With much demand from our loyal readers, we offer a tribute to one of the most glamorous of celebrities, Farrah Fawcett. The former Charlie's Angels star was well-liked in Wapella, and seemed like a pleasant person with a wonderful smile when on various talk shows and celebrity appearances.
Fawcett was married to Lee Majors, star of TV's The Six Million Dollar Man, from 1973–1982, though the couple separated in 1979. During her marriage, she was known and credited in her roles as Farrah Fawcett-Majors.
Later, Majors went on to star in The Fall Guy, potraying Colt Seavers, a Hollywood Stunt Man, who also had a knack for solving crime.
Colt's signature truck was an early 1980s GMC 4x4 pickup. It had a 6-inch lift and 35-inch Dick Cepek off-road tires mounted on a 16-inch chrome wagon style wheel. The truck also had a custom-made chrome roll bar mounted with 4 off-road lights, and a custom chrome grille guard mounted with 2 off-road lights and a Warn winch. One unusual characteristic was a secret compartment in the truck's bed, which was used to stash away villains or to hide weapons.
The vehicle was painted brown and tan two-tone; it had an eagle painted on the hood with the phrase "Fall Guy Stuntman Association" underneath. The truck was very often involved in high-speed chases and huge jumps. As a result, it became very popular, especially with children, and numerous toy and model versions were produced.
During the show's run, the stunts took their toll on the trucks, so several different year model trucks are used during the show's initial run. As a result, there are some inconsistencies in the episodes. For instance, in the pilot episode the truck (a 1980 model) has two square headlights and a light tan interior. For the remainder of the series, it almost always had the quad headlight configuration of the 1981 and newer models, with a dark brown interior. The truck usually appeared to be a short bed model, but sometimes a long bed model was used. After destroying several trucks due to the huge jumps, a custom built jump truck was built as a solution. It had a reinforced frame and axles, and a mid-mounted engine. This greatly reduced the number of trucks scrapped during the show's production...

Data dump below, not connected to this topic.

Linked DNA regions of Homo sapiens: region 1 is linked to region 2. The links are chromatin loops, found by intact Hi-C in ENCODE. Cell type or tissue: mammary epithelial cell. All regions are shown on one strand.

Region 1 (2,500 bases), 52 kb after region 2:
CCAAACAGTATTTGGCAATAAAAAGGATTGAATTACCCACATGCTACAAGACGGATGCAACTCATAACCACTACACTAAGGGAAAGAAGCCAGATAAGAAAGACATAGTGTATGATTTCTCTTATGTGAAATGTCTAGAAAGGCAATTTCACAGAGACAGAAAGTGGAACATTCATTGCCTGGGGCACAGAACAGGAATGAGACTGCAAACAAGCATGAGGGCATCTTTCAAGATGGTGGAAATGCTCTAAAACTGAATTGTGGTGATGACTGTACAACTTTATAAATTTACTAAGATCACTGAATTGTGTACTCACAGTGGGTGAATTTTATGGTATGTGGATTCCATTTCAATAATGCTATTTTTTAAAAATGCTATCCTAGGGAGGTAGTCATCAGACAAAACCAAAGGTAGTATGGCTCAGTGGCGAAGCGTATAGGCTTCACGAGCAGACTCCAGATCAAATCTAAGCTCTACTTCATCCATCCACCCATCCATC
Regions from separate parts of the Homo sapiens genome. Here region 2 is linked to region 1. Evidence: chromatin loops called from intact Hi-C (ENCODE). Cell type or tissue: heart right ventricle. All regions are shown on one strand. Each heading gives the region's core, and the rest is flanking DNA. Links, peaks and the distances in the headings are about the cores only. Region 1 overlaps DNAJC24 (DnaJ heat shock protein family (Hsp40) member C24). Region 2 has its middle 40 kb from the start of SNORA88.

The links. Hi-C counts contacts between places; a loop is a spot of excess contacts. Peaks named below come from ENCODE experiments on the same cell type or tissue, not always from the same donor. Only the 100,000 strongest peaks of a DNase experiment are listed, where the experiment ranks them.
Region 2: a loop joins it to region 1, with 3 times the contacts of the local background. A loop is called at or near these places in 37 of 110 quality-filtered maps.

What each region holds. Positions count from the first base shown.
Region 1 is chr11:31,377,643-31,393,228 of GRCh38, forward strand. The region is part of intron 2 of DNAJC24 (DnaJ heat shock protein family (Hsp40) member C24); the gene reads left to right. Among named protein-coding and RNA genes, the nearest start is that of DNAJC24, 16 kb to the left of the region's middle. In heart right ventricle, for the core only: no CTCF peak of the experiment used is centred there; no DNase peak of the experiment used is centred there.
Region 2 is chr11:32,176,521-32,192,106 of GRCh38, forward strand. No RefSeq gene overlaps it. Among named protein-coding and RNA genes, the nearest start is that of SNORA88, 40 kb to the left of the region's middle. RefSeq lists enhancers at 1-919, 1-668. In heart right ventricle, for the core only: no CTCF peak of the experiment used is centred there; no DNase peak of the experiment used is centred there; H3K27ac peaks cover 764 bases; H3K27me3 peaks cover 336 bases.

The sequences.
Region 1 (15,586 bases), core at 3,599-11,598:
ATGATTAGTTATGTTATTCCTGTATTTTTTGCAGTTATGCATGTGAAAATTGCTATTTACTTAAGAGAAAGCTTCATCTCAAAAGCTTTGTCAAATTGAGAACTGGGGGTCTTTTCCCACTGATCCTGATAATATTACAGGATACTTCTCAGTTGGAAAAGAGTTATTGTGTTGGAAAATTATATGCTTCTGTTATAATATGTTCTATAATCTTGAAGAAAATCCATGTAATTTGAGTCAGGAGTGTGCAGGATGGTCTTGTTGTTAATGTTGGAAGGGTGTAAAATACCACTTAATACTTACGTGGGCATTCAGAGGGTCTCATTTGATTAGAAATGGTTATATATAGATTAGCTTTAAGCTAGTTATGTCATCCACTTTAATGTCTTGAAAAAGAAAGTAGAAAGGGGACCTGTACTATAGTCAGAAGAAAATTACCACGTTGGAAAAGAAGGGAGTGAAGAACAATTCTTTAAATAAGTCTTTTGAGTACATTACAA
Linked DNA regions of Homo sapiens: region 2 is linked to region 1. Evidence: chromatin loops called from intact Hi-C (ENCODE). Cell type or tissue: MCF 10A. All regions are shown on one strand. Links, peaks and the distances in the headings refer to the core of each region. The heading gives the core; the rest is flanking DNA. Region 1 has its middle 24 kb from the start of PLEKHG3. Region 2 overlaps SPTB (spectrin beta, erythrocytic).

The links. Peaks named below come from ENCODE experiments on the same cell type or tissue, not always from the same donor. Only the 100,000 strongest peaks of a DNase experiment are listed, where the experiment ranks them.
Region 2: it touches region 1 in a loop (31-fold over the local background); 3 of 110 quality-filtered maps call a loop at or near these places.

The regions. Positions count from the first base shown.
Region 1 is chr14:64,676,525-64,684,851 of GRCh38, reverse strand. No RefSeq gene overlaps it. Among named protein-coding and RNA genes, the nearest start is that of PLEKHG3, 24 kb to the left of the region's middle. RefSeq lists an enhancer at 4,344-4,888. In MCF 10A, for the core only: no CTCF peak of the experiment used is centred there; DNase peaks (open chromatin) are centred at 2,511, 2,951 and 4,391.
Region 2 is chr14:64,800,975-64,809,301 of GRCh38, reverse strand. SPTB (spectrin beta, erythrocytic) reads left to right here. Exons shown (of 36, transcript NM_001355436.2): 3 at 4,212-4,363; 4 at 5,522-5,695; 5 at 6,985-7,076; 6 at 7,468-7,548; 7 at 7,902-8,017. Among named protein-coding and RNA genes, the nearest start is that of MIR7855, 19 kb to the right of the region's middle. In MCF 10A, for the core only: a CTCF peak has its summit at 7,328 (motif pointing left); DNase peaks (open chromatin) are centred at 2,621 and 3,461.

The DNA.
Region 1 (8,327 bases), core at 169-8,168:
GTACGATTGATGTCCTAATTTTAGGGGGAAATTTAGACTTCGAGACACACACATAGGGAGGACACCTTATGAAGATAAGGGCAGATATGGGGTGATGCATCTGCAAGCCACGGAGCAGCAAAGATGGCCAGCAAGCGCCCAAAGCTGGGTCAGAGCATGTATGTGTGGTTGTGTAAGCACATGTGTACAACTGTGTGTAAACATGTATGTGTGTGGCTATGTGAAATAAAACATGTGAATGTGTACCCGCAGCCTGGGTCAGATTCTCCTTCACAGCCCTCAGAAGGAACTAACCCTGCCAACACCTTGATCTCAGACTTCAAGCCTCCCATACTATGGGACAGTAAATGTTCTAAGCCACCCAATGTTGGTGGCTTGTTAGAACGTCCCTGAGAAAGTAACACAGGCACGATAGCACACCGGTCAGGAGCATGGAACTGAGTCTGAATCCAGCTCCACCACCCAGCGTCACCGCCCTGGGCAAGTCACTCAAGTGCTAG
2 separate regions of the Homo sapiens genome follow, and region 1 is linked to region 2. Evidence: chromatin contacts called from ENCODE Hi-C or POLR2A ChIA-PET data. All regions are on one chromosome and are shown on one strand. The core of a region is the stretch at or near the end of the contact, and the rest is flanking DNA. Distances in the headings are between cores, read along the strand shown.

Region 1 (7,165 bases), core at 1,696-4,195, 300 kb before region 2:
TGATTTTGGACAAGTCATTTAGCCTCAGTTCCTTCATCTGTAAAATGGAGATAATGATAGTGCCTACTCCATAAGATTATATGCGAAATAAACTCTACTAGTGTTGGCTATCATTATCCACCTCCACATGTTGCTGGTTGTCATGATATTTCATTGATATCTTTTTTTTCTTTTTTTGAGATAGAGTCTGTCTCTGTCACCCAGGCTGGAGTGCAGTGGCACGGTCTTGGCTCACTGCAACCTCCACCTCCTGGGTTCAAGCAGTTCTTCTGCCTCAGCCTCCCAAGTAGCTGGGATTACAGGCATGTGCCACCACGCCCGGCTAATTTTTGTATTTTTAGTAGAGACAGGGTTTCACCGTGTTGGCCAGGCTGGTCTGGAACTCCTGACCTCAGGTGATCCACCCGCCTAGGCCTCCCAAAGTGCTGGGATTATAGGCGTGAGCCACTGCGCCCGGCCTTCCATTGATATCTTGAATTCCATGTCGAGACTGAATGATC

At the end of the series, the remaining trucks were either auctioned or given away in a contest. It is unknown how many still exist or their whereabouts, but one of them was sold on eBay in 2003.
Ted Trikilis showed the photographs around the office and took notes about differing opinions as to which photo they should use. In the end though, they went with the one Fawcett herself had chosen.
A record six million copies of the infamous Farrah Fawcett red bathing suit poster have been sold since its debut in 1976, turning it into the engine that drove two Ohio brothers from college dropouts to multimillionaires running poster empire Pro Arts Inc.
Mike and Ted Trikilis were trying to make money selling black-light posters to hippies at Kent State before the swimsuit poster turned them into celebrities in their own right, with their services being hightly sought by Hollywood stars. Ted was even crowned the "King of the Posters" by The Washington Post.
Early in the summer of 1976, the brothers received a package containing 25 shots of Fawcett in a red swimsuit. She had marked her favorite with a star. It featured gleaming white teeth, windblown hair, and ... her nipple.
Once published the poster became an instant sensation, and sales continued to increase exponentially over the following months. Pro Arts did $2 million in business that year. In 1977 the company turned over its inventory 24 times, selling 3 million copies of the poster in February and March alone. The sales craze netted $6 million in revenue, $1 million of which was pure profit.
The blitz would later be dubbed "the Farrah Phenomenon." For her one-season run on "Charlie's Angels" Fawcett was paid $5,000 per episode — but she earned $400,000 in royalties from the poster.
In February of this year, the actress sued Bio-Graphics, Inc, Pie International Inc. and author T.N. Trikilis, who collectively claimed to own exclusive rights to the iconic photo.
In the suit, Fawcett claimed that Trikilis had “falsely asserted to third parties that [she] did not own any rights in the photographs.”
The actress claimed that she “owns and possesses all the photographs and negatives taken at the shoot.”
Fawcett initially requested $100,000 minimum, but entered into a dismissal May 11.